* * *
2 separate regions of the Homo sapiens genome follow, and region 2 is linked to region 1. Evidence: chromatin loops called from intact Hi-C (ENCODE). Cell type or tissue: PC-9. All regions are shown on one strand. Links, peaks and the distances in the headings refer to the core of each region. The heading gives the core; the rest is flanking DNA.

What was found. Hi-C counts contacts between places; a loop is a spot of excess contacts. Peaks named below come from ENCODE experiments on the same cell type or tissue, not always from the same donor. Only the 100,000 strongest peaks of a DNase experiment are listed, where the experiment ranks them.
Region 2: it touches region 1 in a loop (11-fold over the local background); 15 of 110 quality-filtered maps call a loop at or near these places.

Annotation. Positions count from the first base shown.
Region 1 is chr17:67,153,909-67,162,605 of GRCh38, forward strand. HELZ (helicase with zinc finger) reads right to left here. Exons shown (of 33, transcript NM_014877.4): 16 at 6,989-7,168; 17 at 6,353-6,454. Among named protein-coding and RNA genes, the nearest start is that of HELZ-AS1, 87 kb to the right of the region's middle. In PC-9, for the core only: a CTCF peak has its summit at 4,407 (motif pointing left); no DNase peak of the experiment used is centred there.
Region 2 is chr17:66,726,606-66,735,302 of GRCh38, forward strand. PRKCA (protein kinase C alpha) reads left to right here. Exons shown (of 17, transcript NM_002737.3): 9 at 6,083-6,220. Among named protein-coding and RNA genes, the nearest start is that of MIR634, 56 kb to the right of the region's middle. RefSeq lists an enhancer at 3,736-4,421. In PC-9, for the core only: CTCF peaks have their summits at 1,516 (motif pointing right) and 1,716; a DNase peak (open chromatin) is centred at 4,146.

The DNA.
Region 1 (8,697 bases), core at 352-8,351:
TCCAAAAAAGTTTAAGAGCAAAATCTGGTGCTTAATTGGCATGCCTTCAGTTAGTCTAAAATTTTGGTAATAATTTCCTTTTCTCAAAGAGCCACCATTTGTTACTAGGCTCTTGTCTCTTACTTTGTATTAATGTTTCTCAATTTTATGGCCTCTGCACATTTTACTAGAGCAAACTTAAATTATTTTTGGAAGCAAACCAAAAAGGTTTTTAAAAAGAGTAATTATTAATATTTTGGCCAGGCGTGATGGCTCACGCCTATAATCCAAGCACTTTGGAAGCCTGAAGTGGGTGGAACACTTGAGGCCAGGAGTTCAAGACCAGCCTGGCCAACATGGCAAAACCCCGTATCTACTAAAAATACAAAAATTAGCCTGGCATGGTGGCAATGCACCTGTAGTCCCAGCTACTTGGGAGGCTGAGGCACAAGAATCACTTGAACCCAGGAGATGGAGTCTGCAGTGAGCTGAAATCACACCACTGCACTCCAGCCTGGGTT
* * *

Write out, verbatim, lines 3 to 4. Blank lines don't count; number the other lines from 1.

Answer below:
Region 2: it touches region 1 in a loop (11-fold over the local background); 15 of 110 quality-filtered maps call a loop at or near these places.

Annotation. Positions count from the first base shown.